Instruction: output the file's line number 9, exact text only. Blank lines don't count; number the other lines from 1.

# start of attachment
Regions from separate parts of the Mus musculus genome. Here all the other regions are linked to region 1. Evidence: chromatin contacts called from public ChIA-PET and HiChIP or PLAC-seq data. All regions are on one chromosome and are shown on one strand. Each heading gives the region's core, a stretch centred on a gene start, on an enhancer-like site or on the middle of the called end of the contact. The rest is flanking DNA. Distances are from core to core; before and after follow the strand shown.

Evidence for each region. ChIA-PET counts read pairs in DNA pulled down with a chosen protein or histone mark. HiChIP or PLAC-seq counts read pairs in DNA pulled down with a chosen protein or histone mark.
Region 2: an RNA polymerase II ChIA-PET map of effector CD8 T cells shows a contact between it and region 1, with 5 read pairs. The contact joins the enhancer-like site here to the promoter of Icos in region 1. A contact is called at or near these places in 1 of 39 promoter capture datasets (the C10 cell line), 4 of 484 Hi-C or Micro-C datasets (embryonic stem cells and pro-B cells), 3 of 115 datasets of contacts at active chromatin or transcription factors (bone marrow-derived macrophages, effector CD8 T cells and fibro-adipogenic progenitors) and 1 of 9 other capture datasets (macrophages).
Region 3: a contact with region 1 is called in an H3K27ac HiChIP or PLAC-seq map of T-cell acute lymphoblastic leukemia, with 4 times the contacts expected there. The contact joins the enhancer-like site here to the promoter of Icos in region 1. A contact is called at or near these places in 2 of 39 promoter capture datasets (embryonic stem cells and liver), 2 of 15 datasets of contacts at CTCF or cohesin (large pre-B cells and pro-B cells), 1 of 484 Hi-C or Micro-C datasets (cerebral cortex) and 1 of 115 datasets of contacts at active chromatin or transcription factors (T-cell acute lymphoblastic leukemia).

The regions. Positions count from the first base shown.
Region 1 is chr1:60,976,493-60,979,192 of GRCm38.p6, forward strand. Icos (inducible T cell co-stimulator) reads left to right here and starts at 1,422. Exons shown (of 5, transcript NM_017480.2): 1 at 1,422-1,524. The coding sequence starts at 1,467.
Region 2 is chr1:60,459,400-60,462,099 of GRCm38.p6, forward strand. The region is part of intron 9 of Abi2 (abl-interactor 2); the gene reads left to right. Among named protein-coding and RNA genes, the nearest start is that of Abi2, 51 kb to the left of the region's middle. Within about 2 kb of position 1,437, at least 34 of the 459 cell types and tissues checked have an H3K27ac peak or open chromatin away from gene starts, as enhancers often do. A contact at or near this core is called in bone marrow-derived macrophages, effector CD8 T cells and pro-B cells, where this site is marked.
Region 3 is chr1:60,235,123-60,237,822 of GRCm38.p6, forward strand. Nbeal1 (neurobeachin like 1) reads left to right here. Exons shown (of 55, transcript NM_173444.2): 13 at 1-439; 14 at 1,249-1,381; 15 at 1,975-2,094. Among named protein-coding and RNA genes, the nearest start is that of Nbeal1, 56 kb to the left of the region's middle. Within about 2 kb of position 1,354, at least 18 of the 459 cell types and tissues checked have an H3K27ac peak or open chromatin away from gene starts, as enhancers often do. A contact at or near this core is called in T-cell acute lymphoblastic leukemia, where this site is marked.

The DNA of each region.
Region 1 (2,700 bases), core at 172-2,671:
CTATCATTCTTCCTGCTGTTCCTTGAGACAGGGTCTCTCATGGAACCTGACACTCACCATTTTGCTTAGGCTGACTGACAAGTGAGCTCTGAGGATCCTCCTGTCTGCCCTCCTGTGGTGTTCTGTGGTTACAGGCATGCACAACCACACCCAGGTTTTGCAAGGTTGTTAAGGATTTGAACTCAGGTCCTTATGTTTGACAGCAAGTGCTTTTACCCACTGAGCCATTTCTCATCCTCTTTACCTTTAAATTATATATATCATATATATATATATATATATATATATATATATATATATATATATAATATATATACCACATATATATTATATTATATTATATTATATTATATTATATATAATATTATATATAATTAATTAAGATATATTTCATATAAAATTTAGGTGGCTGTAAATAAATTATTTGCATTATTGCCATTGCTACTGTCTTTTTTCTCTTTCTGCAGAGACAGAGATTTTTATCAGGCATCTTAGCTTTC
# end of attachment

The DNA of each region.